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Understanding Visual Hierarchy in Web Design

By on 15 March 2019

Understanding Visual Hierarchy in Web Design

Visual hierarchy is one of the most important principles behind effective web design. This article will examine why developing a visual hierarchy is crucial on the web, the theory behind it, and how you can use some very basic exercises in your own designs to put these principles into practice.

Density and Whitespace

Densely packing elements into a space makes it feel “heavy” and cluttered; When elements are spaced out too much, they may lose the relationships to one another. When a page is designed “just right”, the eye will easily recognize when elements are related and when they aren’t.

visual hierarchy in web design

By spacing elements out and keeping plenty of whitespace on the page, this design makes it easier for people to roam around and find the small, densely packed boxes of content.

Style and Texture

Perhaps the most open-ended tool in the Hierarchists Toolbox, style can be used to impart a form of hierarchy that both embraces and transcends the other tools. For instance: a flat gray background will “feel” different than an asphalt textured background.This style or personality given by the designer will naturally play a role in how different visual relationships are made.

It’s worth mentioning that style is also one of the most dangerous tools that a designer can use. Just like a carpenter cutting his finger off on a band-saw, a designer can easily mislead people by over-emphasizing certain elements through style. Imagine a heavily textured, heavily designed site element that demands so much attention that it distracts instead of informing. This same idea extends to typefaces, buttons, tabs, and other elements. Be considerate of the impact on an overall design when you choose to add extra style and polish to an element.

visual hierarchy in web design

Jeff Finley’s site does a great job of combining a lot of the tools that we discussed here, but his use of originally styled elements over the standard UI fodder are what gives the entire design sense of intentional hierarchy. Jeff manages to add just enough style to make his site feel personal without it going overboard.

Failed Hierarchy

Good visual hierarchy isn’t about wild and crazy graphics or the newest photoshop filters, it’s about organizing information in a way that’s usable, accessible, and logical to the everyday site visitor.

As I just suggested in the last section, it’s important to note that hierarchy can be used for both good and evil. Think of all the annoying Flash advertisements, popup windows, glitter banners, etc. that the web has been plagued with over the years! While these ads succeed in grabbing attention, they ultimately fail the site owner and the viewer by breaking the visual hierarchy within a site. Similarly, if a designer builds a visual hierarchy such that certain key pieces of information are nearly impossible to find, the designer will have failed at his task. Good visual hierarchy isn’t about wild and crazy graphics or the newest photoshop filters, it’s about organizing information in a way that’s usable, accessible, and logical to the everyday site visitor.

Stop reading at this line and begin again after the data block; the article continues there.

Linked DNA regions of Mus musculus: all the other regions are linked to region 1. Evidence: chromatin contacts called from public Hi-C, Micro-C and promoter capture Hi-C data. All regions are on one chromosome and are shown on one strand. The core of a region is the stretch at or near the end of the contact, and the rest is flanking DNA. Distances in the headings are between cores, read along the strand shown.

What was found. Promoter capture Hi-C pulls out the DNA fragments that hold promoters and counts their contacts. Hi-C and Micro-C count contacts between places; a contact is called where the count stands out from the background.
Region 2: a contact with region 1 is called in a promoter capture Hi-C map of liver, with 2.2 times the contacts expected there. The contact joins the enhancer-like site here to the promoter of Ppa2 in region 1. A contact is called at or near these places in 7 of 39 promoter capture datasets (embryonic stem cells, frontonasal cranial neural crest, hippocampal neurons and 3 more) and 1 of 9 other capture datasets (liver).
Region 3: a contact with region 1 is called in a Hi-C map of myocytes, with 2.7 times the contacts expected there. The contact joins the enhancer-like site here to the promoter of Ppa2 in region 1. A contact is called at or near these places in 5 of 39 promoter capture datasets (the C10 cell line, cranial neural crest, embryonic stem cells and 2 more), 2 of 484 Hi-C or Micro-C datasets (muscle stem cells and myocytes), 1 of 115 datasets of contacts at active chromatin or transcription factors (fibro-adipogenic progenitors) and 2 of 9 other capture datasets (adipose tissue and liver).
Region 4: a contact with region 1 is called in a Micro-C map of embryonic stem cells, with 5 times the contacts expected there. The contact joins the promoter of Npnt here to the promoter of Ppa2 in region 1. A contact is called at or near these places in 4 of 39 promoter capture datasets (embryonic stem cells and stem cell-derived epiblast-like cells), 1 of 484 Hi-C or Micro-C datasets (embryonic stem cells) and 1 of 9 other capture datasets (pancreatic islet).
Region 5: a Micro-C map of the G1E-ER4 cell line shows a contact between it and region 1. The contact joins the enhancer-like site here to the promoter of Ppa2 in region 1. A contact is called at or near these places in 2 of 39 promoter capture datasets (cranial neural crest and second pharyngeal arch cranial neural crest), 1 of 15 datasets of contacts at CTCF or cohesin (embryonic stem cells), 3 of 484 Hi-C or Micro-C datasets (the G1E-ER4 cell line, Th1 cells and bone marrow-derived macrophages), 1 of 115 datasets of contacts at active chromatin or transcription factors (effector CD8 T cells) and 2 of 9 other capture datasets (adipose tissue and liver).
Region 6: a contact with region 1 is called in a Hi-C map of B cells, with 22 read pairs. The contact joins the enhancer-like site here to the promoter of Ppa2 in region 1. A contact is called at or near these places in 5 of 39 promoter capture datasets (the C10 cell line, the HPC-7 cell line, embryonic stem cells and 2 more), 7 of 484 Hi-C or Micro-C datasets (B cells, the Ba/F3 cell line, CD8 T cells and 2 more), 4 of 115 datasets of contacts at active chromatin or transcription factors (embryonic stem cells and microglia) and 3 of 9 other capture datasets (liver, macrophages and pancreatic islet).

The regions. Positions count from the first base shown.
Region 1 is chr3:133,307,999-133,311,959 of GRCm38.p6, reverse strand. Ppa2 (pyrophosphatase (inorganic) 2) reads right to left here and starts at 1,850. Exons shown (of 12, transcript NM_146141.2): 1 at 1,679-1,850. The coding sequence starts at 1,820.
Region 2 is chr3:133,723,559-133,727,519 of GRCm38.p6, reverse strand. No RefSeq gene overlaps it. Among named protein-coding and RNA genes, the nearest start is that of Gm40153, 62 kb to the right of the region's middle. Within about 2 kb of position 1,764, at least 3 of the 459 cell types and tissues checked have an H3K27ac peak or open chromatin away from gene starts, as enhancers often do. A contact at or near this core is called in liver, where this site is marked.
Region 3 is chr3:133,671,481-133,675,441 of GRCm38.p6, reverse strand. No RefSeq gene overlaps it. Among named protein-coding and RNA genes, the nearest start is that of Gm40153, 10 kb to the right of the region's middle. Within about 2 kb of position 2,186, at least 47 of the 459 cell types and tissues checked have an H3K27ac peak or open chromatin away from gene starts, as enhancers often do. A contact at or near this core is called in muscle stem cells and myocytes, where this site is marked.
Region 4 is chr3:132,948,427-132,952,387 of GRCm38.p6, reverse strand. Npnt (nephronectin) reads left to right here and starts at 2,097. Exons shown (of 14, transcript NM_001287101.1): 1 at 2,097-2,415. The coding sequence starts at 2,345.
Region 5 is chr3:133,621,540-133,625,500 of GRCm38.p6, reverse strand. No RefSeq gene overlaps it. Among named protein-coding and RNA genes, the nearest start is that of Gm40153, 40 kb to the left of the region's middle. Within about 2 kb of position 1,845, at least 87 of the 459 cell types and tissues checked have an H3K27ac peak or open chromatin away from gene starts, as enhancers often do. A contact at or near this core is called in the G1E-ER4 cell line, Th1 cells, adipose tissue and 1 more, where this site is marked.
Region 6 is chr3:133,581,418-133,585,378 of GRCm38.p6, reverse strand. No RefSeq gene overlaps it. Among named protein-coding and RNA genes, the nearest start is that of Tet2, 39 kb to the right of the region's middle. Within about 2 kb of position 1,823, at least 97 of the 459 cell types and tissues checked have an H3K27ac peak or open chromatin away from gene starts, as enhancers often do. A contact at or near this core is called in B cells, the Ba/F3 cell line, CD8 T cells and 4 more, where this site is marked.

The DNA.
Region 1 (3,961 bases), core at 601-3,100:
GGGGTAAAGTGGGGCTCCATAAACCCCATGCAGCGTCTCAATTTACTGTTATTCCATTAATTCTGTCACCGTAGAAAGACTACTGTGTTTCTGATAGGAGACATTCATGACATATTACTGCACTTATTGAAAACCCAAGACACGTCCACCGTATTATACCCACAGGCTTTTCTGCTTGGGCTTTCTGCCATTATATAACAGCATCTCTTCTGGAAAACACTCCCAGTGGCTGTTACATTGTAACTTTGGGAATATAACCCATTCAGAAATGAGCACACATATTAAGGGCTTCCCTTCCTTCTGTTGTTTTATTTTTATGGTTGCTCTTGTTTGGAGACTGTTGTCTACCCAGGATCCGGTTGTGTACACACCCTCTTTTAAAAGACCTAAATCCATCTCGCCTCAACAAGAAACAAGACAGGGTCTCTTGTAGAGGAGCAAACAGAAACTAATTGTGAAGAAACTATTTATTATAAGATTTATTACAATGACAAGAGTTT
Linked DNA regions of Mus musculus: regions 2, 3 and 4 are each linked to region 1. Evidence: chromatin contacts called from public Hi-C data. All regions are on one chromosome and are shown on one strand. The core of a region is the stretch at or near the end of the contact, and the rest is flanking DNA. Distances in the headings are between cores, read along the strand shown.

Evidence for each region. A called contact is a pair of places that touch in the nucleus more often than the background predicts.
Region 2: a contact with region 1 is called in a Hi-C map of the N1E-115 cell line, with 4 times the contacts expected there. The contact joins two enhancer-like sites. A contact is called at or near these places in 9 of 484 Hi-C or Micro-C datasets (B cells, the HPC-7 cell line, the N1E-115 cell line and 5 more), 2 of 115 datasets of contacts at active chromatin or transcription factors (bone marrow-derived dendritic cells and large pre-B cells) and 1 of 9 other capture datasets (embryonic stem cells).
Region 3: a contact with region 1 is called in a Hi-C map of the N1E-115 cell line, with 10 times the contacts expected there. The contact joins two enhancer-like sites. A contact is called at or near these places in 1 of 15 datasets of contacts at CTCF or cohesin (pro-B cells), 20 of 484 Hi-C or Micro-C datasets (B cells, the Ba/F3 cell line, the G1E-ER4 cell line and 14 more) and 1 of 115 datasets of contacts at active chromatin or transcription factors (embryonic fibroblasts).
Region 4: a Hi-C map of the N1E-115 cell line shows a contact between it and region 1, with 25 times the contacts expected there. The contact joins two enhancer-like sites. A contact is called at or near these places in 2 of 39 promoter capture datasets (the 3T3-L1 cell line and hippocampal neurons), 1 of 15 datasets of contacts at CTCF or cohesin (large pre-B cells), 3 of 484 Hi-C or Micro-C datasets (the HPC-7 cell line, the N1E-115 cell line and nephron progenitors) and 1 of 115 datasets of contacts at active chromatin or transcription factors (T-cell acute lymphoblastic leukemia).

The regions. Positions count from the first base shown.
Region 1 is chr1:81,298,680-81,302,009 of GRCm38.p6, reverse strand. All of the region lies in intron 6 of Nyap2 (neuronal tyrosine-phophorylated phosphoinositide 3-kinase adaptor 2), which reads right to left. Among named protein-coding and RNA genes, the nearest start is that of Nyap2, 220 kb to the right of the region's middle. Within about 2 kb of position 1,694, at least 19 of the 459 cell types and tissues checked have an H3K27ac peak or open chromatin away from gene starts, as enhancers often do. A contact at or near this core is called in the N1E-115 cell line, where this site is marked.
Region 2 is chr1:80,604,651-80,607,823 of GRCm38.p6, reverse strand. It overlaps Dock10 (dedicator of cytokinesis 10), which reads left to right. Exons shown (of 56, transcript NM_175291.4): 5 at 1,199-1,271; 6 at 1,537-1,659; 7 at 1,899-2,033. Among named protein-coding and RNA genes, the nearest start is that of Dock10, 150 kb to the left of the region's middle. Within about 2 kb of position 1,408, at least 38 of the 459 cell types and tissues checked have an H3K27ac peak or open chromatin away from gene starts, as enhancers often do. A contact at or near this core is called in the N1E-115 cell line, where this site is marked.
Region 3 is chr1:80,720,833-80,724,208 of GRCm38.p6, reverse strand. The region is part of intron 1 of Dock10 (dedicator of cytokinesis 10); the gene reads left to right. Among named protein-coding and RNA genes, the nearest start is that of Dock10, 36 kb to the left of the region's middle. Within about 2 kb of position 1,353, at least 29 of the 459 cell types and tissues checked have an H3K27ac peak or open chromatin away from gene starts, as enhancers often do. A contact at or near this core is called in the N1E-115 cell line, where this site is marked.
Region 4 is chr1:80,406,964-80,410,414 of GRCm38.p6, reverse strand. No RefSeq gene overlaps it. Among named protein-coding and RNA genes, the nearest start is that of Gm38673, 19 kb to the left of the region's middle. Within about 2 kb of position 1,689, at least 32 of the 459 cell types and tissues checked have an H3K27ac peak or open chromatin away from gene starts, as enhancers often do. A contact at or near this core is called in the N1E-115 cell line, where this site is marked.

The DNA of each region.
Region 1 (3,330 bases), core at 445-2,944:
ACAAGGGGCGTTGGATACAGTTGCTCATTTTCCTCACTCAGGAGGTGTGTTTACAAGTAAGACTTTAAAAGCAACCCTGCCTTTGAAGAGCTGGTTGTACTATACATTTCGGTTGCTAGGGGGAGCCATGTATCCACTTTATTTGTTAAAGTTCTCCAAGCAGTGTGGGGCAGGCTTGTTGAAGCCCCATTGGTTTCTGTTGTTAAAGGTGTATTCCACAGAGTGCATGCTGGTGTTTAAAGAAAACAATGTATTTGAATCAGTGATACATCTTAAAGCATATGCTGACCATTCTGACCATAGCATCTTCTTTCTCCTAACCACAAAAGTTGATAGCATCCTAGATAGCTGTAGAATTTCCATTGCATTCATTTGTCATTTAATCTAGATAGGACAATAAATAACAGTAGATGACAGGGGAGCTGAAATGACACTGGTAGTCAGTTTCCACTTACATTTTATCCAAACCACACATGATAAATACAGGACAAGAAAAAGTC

Why Hierarchy is Especially Relevant to Web Designers

“Designers can create normalcy out of chaos; they can clearly communicate ideas through the organizing and manipulating of words and pictures.”—Jeffery Veen, The Art and Science of Web Design

Jeffrey Veen wrote those words in 2001, but they still hold a lot of power today where “information overload” seems to be commonplace. As people, we’ve always had a keen sense for visual organization. However, as a society we’ve been being barraged with a veritable tsunami of visual information over the last couple decades; as a result, people nowadays are hyper-sensitive to visual hierarchy. This is especially the case on the web where studies have proven that regular web surfers have learned to “scan” content innately; automatically seeking information that is relevant to their interests and discarding/disregarding information that doesn’t.

Because of this, becoming a master of visual hierarchy isn’t optional, it’s mandatory. As the typical web-surfing platforms expand from the traditional monitor to phones, tablets, even televisions, it’s becoming ever more important that we use strong, clear visual systems to communicate with web surfers.

An Exercise to Test Visual Hierarchy

To conclude, I’d like to end with a very simple exercise. As the example, we’ll use a website that you frequent, or a project that you’ve worked on recently; The exercise goes like this:

  1. List the key information points that visitors are likely seeking.
  2. Assign values (1-10) according to their importance to the average visitor.
  3. Now, look at the actual design again.
  4. Assign values (1-10) according to the actual visual importance as you see it in the live design.
  5. Consider: Does the expected importance match up with the actual designed importance?

In most cases, the answer will include shades of “no”. There are lots of reasons for this – client demands, inexperienced designers, design-by-committee – or a hundred other reasons that you’ve probably read. Heck, in some cases, the designer may want to mislead the viewer (consider a “free” site that’s trying to guide users to paid content). Whatever the reason, understanding visual hierarchy and trying to interpret it is a way to improve the way that you see web design in a whole new light. Hopefully it’ll help inform your own work as well!

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